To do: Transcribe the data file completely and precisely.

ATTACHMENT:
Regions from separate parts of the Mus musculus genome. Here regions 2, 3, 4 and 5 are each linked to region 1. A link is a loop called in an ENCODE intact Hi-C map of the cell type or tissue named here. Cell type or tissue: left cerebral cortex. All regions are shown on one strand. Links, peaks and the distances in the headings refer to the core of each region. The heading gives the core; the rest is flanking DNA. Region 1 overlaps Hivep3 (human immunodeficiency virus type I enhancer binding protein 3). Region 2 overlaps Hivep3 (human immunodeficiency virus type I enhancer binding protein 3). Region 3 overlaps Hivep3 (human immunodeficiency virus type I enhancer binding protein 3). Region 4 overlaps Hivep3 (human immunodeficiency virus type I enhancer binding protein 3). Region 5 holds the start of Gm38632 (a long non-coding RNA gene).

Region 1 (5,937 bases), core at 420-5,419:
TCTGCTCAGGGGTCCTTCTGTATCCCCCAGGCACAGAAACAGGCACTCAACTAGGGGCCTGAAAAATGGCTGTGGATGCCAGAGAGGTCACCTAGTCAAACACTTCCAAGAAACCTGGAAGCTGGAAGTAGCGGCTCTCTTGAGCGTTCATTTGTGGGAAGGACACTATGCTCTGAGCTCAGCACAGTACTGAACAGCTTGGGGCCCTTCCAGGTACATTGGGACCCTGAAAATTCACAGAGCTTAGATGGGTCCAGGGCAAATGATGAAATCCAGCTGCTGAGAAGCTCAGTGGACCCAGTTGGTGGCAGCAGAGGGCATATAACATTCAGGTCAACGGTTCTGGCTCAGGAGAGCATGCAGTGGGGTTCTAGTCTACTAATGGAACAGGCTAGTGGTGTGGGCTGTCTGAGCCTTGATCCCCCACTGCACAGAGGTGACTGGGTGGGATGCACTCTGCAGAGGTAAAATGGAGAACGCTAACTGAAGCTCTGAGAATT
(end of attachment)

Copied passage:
Regions from separate parts of the Mus musculus genome. Here regions 2, 3, 4 and 5 are each linked to region 1. A link is a loop called in an ENCODE intact Hi-C map of the cell type or tissue named here. Cell type or tissue: left cerebral cortex. All regions are shown on one strand. Links, peaks and the distances in the headings refer to the core of each region. The heading gives the core; the rest is flanking DNA. Region 1 overlaps Hivep3 (human immunodeficiency virus type I enhancer binding protein 3). Region 2 overlaps Hivep3 (human immunodeficiency virus type I enhancer binding protein 3). Region 3 overlaps Hivep3 (human immunodeficiency virus type I enhancer binding protein 3). Region 4 overlaps Hivep3 (human immunodeficiency virus type I enhancer binding protein 3). Region 5 holds the start of Gm38632 (a long non-coding RNA gene).

Region 1 (5,937 bases), core at 420-5,419:
TCTGCTCAGGGGTCCTTCTGTATCCCCCAGGCACAGAAACAGGCACTCAACTAGGGGCCTGAAAAATGGCTGTGGATGCCAGAGAGGTCACCTAGTCAAACACTTCCAAGAAACCTGGAAGCTGGAAGTAGCGGCTCTCTTGAGCGTTCATTTGTGGGAAGGACACTATGCTCTGAGCTCAGCACAGTACTGAACAGCTTGGGGCCCTTCCAGGTACATTGGGACCCTGAAAATTCACAGAGCTTAGATGGGTCCAGGGCAAATGATGAAATCCAGCTGCTGAGAAGCTCAGTGGACCCAGTTGGTGGCAGCAGAGGGCATATAACATTCAGGTCAACGGTTCTGGCTCAGGAGAGCATGCAGTGGGGTTCTAGTCTACTAATGGAACAGGCTAGTGGTGTGGGCTGTCTGAGCCTTGATCCCCCACTGCACAGAGGTGACTGGGTGGGATGCACTCTGCAGAGGTAAAATGGAGAACGCTAACTGAAGCTCTGAGAATT